The Payment Process


PPS Strategically Targets Payment at a Local Level

By Paul Gaspar, PT, DPT, CCS

Payment is quite possibly the number one concern of physical therapists in private practice. Many insurance companies have cut payment by 25 to 40 percent during the last five years. Others have chosen to hire “middleman” discount networks to effectively lower payment and curb the utilization of physical therapists’ services. To top it off, some have used “all contracts” clauses and questionable pricing and product rollout schemes to lower their costs—and this is at a time when several insurance companies have been posting dramatically higher profits and stock prices, as well as record CEO compensation. Is that fair or legal? Most physical therapists would argue it is not fair, but whether it is legal is a much more difficult question. The legality of specific payment contracts and conditions has to be determined on a case-by-case basis and largely depends on state laws and regulations for most payers. That is one of the main reasons the Private Practice Section (PPS) started a legal fund to support their PPS members at the local level. And it seems to be paying off in a big way.

California physical therapists have been frequent recipients of PPS legal grants, several of which have been used to win the legal status of the Physician-Owned Physical Therapist Services (POPTS) two years in a row. In cases where California physical therapists were no longer able to achieve their goals in the POPTS battle, they returned the remaining legal funds back to PPS so that they could be used where the outcome would be more satisfying to PPS members.

Since direct access and POPTS issues have been largely decided in California, fair payment has been the advocacy focus. California physical therapists continue to be crushed by predatory pricing, middleman networks, and questionable payer tactics. PPS has been relying on its physical therapist members in California to keep them informed about physical therapists’ rights or contracts being infringed. Recently, PPS funded a legal action against a payer’s alleged retribution against PPS members for their fair payment advocacy. The legal action resulted in a positive financial settlement for the PPS members.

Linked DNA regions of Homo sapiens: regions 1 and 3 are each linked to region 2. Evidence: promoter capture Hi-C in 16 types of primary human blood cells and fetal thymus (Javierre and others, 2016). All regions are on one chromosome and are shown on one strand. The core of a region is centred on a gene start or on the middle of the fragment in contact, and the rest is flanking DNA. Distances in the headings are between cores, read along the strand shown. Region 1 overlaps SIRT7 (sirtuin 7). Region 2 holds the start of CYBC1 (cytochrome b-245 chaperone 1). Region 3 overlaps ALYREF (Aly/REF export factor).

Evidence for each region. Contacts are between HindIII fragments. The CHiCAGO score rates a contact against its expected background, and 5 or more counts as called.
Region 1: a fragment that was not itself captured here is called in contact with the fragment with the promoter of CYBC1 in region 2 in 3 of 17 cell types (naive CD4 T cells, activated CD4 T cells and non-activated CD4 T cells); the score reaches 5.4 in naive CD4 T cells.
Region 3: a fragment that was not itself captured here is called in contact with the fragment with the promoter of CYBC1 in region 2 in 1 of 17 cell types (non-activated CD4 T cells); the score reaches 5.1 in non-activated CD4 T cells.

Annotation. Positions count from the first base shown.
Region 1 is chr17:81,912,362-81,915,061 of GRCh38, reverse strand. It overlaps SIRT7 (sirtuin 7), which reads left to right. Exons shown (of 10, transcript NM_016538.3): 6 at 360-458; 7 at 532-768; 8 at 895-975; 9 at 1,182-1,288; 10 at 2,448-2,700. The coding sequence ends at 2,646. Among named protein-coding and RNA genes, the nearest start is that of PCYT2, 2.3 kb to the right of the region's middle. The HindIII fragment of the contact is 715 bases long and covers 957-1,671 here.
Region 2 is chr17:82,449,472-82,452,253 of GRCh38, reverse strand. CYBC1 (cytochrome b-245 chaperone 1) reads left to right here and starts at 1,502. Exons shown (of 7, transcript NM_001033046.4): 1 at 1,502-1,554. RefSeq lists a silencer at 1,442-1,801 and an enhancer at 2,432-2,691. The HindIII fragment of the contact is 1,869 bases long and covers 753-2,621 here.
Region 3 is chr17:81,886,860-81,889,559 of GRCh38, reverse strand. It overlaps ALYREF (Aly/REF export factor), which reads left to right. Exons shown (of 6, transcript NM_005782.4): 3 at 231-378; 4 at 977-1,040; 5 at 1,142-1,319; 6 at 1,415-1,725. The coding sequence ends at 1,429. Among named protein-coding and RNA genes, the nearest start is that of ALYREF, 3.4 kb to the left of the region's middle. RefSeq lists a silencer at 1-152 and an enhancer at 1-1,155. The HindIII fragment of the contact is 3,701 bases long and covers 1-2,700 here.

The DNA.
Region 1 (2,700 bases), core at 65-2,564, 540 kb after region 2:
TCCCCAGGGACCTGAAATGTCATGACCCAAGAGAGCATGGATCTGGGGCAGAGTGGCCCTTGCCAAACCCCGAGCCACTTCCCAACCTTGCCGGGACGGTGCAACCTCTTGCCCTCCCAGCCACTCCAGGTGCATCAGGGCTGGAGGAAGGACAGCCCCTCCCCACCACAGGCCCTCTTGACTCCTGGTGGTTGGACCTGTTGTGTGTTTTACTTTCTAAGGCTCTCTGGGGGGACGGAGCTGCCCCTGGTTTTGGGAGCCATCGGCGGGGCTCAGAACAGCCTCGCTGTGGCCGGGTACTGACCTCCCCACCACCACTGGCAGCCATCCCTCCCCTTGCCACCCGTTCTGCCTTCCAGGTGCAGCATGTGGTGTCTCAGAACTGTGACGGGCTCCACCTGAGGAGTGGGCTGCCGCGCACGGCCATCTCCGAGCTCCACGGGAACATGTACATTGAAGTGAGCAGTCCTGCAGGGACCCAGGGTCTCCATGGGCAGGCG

PPS remains in close contact with their members in California because many consider it ground zero for payment reform. California’s PPS members are among the most proactive PPS members in the country, often pushing back forcefully if they feel they have been wronged by payers. Many in California are identifying potential actions regarding allegedly illegal contract offers, breaches of contracts, and unfair pricing schemes.

If your goal is to get paid more fairly by insurance companies, don’t sit back and expect others to do the work for you. PPS cannot be in all places at all times. If you think you are being treated unfairly, relay your concerns to your local colleagues, your local private practice group, your attorney, and/or PPS. It would not be a bad idea to consider contacting a PPS member in California either, because if there is a payer problem it is likely that California physical therapists have experienced it, or are doing so currently. After doing so, if it is clear that there may be a viable legal concern, please consider contacting the PPS Board and applying for a legal aid grant. We hope physical therapists in other states will take advantage of this unique opportunity offered only to PPS members.

Paul D. Gaspar, PT, DPT, CCS, is a Private Practice Section (PPS) member and owner of Gaspar Physical Therapy since 1994. He has served on the board of the California Physical Therapy Association, three terms as a PT PAC Trustee, and currently serves as President of the Independent Physical Therapists of California.

Copyright © 2018, Private Practice Section of the American Physical Therapy Association. All Rights Reserved.

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